Even though these critics are more willing to see how principles of modernism have been used by African American and Caribbean writers, they still feel compelled to define these new discrepant moderisms in binary opposition to "Western" "European" or "high" modernism. Baker argues that "Africans and Afro-Americans . . . have little in common with Joycean or Eliotic projects" and that their histories are, in fact, "radically opposed" (xv-xvi). Similarly, Gikandi claims that Caribbean modernism must be conceived as "opposed to . . . European notions of modernism" in general and the "high modernist aesthetic" of Pound, Eliot, and Joyce in particular (4-5). Gikandi especially labors to distinguish Walcott's New World aesthetic from Joyce's "hermetic ahistoric formalism and aestheticism," claiming that Walcott "really" negates Joyce's "European model of history anchored in the notions of progress and temporal closure" (9). For Walcott, on the contrary, Joyce's modernism could be useful to a Caribbean writer precis ely because it expresses deep doubts about the "European model of history," including the "notions of progress and temporal closure." Baker and Gikandi are right to see African American and Caribbean modernism as different from European modernism, but those differences emerge in Walcott more through his representation of the Caribbean than through his opposition to European modernism. Unlike many postcolonial theorists and critics, Walcott seems less anxious to sweep away the burden of modernism and more anxious to exploit its resources for new purposes. Instead of accepting the monolithic caricatures of modernism, he resonates with its complex ambivalence as he responds to the complexities of the Caribbean postcolonial experience.

Models of literary influence that isolate writers by geography or race or that oppose writers in Oedipal struggles are simply not multifaceted enough to describe the increasingly transcultural relationships among writers in the twentieth century. Walcott is neither a literary orphan unrelated to Joyce and his modernism nor a rebel son violently rejecting Joyce's authority; instead, Walcott and Joyce are more like second cousins whose distinctly individual responses to modernity bear a common family resemblance. This family resemblance calls into question the national and ideological assumptions underlying much of the research and teaching about modern literature in English. Global migrations, international publishing markets, and the cross-cultural interests of twentieth- century writers make their work extremely difficult to categorize as exclusively American or English, modernist or postcolonial. Indeed, it is not until we juxtapose more people in the family picture--not just Walcott and Joyce but Rushdie a nd Joyce, Desai and Woolf, Ondaatje and Stevens, Brathwaite and Eliot, and Ngugi and Conrad--that we can begin to see the complementary but distinct ways that the language and literature of English reflects the discrepant cosmopolitan experiences of the twentieth century.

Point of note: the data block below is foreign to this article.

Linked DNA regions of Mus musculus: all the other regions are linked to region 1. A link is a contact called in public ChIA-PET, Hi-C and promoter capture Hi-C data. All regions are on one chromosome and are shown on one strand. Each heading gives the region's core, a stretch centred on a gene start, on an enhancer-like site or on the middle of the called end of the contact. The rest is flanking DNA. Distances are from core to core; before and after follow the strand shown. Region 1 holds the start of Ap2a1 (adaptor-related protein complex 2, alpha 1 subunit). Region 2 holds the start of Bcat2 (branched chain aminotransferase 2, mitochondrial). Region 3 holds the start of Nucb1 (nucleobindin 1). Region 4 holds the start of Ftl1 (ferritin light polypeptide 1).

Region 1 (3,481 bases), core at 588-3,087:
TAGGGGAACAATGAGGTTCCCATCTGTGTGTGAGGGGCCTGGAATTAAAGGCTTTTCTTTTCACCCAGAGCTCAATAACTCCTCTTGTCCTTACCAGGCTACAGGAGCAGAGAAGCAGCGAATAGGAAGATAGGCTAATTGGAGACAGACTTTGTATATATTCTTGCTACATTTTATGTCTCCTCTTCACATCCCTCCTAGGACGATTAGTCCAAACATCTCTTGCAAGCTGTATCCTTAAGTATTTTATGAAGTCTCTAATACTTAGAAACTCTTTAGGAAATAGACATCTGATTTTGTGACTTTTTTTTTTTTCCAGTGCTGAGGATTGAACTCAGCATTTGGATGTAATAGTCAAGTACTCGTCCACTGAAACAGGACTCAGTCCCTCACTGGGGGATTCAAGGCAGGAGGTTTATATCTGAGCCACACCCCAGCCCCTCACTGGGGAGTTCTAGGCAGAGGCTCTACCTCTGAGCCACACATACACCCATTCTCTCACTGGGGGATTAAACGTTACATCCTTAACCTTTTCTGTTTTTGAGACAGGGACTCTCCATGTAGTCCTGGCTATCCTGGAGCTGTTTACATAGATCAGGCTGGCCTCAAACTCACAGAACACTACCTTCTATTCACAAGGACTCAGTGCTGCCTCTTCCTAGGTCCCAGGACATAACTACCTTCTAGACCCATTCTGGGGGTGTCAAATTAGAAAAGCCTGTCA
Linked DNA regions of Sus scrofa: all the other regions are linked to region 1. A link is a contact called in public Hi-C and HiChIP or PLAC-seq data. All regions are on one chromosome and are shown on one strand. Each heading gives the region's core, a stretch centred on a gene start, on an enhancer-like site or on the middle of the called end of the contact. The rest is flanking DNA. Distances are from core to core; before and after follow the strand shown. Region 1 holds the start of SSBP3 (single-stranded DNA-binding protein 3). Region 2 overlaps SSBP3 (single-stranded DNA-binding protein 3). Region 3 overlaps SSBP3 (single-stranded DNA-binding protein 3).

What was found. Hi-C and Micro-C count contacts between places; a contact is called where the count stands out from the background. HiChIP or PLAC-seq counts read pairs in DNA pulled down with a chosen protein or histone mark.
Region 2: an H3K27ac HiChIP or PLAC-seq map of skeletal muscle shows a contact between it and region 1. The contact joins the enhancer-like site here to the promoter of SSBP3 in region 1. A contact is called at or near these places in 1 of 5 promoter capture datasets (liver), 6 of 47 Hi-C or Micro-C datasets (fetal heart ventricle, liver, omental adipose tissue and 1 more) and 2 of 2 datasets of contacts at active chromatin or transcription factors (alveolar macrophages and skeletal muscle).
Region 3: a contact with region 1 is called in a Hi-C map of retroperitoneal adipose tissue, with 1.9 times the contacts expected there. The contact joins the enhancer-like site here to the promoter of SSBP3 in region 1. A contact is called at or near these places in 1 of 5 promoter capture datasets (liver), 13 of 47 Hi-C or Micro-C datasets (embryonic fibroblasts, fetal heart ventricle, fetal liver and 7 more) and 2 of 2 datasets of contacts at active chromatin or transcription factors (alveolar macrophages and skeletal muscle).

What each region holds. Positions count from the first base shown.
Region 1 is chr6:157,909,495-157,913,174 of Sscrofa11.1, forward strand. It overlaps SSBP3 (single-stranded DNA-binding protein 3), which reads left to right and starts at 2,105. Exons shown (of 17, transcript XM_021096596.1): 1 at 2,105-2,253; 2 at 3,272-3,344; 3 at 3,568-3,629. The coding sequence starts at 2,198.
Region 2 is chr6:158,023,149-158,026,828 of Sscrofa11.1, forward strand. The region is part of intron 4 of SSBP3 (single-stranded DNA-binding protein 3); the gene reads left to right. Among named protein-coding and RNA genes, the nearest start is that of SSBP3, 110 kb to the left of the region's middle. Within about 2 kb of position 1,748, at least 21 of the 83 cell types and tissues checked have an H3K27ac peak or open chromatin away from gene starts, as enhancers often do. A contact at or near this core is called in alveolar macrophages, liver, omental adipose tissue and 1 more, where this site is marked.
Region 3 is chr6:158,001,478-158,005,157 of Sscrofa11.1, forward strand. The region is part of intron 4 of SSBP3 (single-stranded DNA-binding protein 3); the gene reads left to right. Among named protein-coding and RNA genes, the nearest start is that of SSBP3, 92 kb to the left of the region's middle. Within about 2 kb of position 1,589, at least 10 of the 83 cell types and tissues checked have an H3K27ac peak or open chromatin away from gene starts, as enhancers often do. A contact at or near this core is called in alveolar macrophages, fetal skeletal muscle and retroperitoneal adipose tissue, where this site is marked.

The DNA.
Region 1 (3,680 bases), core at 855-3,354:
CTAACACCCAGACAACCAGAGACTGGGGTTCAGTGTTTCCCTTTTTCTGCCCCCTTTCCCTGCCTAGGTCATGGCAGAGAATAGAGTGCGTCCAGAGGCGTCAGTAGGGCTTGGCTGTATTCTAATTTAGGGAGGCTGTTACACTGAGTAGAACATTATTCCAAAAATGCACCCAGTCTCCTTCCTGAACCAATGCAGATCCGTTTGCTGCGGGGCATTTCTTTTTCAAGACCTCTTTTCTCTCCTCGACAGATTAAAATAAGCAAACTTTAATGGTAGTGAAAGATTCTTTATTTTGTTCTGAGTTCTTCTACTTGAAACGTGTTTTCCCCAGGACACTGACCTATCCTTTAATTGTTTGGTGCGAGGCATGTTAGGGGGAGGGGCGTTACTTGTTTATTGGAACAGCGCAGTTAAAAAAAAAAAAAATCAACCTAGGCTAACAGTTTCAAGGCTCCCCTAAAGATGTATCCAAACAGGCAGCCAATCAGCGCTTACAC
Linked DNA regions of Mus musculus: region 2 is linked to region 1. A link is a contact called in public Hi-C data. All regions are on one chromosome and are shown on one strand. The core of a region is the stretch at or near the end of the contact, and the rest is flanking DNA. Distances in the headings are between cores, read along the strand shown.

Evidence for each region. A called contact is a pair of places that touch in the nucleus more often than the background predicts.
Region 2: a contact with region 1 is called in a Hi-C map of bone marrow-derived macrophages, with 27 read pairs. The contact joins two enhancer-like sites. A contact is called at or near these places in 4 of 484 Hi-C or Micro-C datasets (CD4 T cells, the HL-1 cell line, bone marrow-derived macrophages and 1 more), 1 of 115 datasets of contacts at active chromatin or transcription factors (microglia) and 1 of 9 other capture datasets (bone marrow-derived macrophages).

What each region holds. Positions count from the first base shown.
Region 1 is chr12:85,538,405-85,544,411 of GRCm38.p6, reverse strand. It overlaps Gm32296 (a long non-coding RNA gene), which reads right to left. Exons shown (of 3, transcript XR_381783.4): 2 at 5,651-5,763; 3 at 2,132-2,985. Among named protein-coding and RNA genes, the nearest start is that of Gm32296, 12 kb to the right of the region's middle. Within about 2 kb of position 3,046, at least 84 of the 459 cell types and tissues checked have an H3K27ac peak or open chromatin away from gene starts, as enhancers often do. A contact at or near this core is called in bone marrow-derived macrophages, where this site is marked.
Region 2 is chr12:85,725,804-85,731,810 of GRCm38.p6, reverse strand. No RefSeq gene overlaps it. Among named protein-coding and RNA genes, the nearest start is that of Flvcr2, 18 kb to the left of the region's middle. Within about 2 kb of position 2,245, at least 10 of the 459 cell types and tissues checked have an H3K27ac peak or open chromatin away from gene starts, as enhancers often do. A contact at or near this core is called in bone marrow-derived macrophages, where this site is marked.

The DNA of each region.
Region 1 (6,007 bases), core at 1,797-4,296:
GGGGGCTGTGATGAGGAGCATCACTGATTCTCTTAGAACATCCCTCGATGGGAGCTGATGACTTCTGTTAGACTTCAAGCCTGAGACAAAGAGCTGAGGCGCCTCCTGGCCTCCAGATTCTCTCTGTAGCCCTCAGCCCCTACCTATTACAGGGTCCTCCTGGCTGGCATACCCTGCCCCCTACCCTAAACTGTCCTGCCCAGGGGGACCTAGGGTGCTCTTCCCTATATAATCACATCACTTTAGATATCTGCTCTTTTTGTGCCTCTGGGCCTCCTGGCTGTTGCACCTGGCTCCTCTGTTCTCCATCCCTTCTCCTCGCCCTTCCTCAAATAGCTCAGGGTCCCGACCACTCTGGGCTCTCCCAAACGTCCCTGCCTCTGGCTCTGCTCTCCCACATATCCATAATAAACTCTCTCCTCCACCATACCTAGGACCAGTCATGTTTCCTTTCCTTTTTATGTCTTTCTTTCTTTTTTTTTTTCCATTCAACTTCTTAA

Charles W. Pollard is assistant professor of English at Calvin College, Grand Rapids, Michigan. He has published in Interventions and Christianity and Literature and has an essay forthcoming in MLA Approaches to Teaching Defoe's Robinson Crusoe. He is currently working on a book that examines the role of T. S. Eliot in shaping the Caribbean modernisms of Derek Walcott and Kamau Brathwaite.


(1.) See, for example, Semicolonial Joyce, edited by Derek Attridge and Marjorie Elizabeth Howes; Vincent J. Cheng's Joyce, Race, and Empire; and Joseph Valente's James Joyce and the Problem of Justice.